Jordan – Marley Burns (Issue 24)

You may think you know the best bike riding roads in the world, and doubtless you’ll have your favourites. The spin down Glencoe from Tyndrum towards the Corran Ferry; the mighty Stelvio; the Großglockner; the Trânsfârgâraşan Highway or perhaps the Tail of the Dragon in Tennessee – and many more besides. But I’m just going to throw caution to the wind here and say that if you haven’t ridden the best roads that Jordan has got to offer, then you aren’t yet ready to graduate in the ‘best roads’ exams.

Never have I ridden with such a huge grin on my face, for so many hours in each day as I recently did in Jordan. I’m fortunate to own a company that runs motorbike tours in some great places around the world, so I get around a little. Usually we are off the beaten path and away from tarmac, so this was something of a departure for me. Having been unsuccessfully pestering the good folks at the Jordan Tourism Board for some months about the possibility of riding here, it came as a shock to the system when I got a call from my contact, Mahmoud, to say that the law had changed and for the first time ever, foreigners were now allowed to rent and ride bikes in Jordan.

Motorbikes were banned in Jordan until 2008. Before then they were the sole preserve of Kings. The late King Hussein was a petrol-head by any measure, to which an entire motor museum containing his more than 70 cars bears solid testament, but he also rode a Harley Davidson. His son, the current King Abdullah has retained the need for speed – he was a former rally driver and is an avid biker too. It was just a matter of time before biking went mainstream.

In 2008, local people got the bike bug, and boy were they bitten hard. There are now dealerships for sports bikes and Harley Davidsons in the city, together with bike cafes and clubs that are spreading like mycelium. The scene is growing fast and after being started by the wealthier riders it is now spreading across the social strata. You hear sports bikes at night and see them across the manic traffic in the city by day. They gather at cafes like Bikers’ Corner in the evenings to share a shisha. Overwhelmingly though, the roads are devoid of other bikers once you escape the gravity of the capital city, Amman.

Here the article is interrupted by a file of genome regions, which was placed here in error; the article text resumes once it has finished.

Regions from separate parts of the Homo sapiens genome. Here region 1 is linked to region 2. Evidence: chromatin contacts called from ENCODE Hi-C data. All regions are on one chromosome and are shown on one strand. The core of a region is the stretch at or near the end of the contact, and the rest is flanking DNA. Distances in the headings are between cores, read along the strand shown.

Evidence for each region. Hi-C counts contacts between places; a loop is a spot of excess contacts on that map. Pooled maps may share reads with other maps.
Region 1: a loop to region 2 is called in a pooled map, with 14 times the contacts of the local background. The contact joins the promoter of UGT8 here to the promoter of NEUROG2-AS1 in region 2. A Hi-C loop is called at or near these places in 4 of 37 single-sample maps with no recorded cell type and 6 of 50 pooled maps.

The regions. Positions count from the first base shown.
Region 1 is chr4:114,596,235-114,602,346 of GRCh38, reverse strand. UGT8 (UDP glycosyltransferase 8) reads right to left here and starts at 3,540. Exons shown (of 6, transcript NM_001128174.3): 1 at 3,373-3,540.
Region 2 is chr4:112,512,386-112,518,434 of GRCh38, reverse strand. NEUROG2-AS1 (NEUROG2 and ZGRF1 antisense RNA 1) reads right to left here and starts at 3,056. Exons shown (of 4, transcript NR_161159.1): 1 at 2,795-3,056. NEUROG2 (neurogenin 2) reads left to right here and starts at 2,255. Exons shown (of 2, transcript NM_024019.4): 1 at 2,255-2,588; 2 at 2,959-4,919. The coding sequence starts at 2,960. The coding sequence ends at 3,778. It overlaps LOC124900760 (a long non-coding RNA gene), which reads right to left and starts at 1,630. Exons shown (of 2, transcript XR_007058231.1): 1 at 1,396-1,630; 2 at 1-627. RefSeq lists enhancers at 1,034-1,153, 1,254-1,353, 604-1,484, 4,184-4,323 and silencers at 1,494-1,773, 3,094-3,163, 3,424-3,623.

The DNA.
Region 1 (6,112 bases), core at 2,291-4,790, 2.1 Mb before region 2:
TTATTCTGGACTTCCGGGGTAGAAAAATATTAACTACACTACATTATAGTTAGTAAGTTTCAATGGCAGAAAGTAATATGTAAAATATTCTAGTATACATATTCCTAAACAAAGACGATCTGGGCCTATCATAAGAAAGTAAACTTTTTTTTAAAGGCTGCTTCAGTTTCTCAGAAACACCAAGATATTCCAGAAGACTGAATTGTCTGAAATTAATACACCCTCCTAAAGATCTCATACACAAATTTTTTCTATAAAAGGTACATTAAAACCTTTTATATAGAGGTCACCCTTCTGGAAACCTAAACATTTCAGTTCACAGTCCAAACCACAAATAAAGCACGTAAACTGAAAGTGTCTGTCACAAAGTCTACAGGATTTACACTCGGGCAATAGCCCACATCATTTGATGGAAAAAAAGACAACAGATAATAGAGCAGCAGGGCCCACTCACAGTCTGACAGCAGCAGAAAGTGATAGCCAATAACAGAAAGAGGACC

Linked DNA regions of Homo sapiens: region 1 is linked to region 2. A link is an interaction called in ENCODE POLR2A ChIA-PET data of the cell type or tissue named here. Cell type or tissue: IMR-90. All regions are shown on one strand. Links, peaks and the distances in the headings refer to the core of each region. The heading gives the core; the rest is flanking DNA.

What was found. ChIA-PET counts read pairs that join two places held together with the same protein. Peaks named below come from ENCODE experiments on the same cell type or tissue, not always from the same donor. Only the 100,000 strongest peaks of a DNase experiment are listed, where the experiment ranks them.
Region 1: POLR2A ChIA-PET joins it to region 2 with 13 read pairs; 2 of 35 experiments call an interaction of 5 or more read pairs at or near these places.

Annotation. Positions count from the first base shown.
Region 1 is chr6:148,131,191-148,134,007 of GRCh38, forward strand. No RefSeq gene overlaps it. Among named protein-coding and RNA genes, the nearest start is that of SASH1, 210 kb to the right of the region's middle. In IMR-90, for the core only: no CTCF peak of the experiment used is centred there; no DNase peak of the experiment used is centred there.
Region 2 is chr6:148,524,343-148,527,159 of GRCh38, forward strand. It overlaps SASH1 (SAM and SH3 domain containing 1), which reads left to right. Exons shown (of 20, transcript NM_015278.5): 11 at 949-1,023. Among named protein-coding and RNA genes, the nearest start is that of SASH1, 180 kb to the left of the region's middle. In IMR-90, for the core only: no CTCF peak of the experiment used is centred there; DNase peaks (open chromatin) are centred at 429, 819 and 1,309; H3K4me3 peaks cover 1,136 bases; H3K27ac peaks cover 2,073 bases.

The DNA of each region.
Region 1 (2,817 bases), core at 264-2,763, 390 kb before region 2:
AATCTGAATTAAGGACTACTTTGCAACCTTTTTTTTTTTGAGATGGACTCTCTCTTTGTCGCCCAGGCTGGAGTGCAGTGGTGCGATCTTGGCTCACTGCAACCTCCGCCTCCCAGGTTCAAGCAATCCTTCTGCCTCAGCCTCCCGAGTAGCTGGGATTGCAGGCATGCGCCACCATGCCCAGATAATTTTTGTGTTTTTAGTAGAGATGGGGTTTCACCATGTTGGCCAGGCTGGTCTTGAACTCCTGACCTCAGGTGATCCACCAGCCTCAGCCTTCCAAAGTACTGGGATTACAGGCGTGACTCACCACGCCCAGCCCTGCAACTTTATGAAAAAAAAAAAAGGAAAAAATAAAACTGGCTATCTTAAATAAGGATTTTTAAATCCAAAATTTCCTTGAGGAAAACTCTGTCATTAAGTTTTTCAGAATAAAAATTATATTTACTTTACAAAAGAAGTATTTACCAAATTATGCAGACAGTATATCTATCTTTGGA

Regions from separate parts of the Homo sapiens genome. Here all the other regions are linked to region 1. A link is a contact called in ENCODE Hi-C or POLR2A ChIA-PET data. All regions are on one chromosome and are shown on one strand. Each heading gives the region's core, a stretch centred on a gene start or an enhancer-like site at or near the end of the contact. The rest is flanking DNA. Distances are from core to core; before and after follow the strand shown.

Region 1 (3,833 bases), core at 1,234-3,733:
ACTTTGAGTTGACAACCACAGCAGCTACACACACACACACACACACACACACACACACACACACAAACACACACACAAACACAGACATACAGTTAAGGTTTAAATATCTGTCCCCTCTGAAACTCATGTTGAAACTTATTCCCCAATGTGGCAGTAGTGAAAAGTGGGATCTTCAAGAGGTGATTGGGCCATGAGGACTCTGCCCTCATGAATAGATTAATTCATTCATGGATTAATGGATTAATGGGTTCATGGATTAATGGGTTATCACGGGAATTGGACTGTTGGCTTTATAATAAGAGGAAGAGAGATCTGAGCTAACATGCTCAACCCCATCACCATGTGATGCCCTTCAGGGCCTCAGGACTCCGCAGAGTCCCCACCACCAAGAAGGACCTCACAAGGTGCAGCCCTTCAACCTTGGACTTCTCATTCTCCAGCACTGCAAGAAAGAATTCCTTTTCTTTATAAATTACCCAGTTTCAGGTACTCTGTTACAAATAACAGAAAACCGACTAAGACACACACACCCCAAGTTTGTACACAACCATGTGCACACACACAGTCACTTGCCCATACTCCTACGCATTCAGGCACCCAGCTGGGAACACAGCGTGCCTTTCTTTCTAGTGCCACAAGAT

The thing was that no such rental bikes existed, so we’d have to think laterally. So it was that I joined a motley crew of two motorbiking writers and one food and drink journalist – all from Toronto – on bikes lent to us either by the generous Tamer Darwazeh of KTM Amman or by members of the local biking community. Can you imagine lending your new 1200GS adventure bike to a complete stranger from overseas, not knowing how they ride, never having seen a copy of their licence or otherwise having a single clue about them? I can’t see that happening here, but I collected my GS1200 from a car park by my hotel, the keys in the glove box. This is a small insight into the kind of hospitality you can expect in Jordan, and it is utterly unbelievable.

We rode with a following support car piloted – I use that word advisedly – by the inimitable Wajdi, a man with two driving speeds; full stop and terminal velocity. His Hyundai people carrier was never, no matter how fast we rode, more than 3 minutes behind us at any stop. When I asked about this feat he patted the steering wheel and winked “3.6 litre, very good”.

Leading our pack on his Multistrada was Kareem, an instantly likeable man of calmness and with a clearly deep-seated love for motorcycling in any form. Riding since the dawn of Jordanian motorcycling, Kareem knows the roads better than anyone in the country. He has an innate understanding of which roads are going to increase the smiles on our faces and takes great pride in showing us his home turf. Smiles per hour, not miles per hour.

We are like children in a sweet shop. After a couple of memorable hours – a glimpse of the Dead Sea and the West Bank over one hill, a deep river bed filled with rushing turquoise waters in one valley (known locally as a wadi) and more delightful twists and turns than you can shake a telescopic fork at – we make a halt at a viewpoint overlooking the most epic series of black-top hairpins set against a dry, buff mountainscape and a deep cerulean sky. The chat between we visitors is elated, patting each other on the back and pinching ourselves that this is all real. Kareem’s friend Yad – a steady comforting presence in my rear view mirror on his own GS1200 – is smiling gently and telling us that it will get much, much better than this. Bring. It. On.

The afternoon is spent carving around more hills that allow us to really hustle along, my weight shifting in the saddle as the big GS water buffalo perks it’s ears up and grips the tarmac. We stop for lunch at the ancient Crusader citadel of Shorbaq, where a huge spread awaits us. If you want to lose weight, don’t come to Jordan.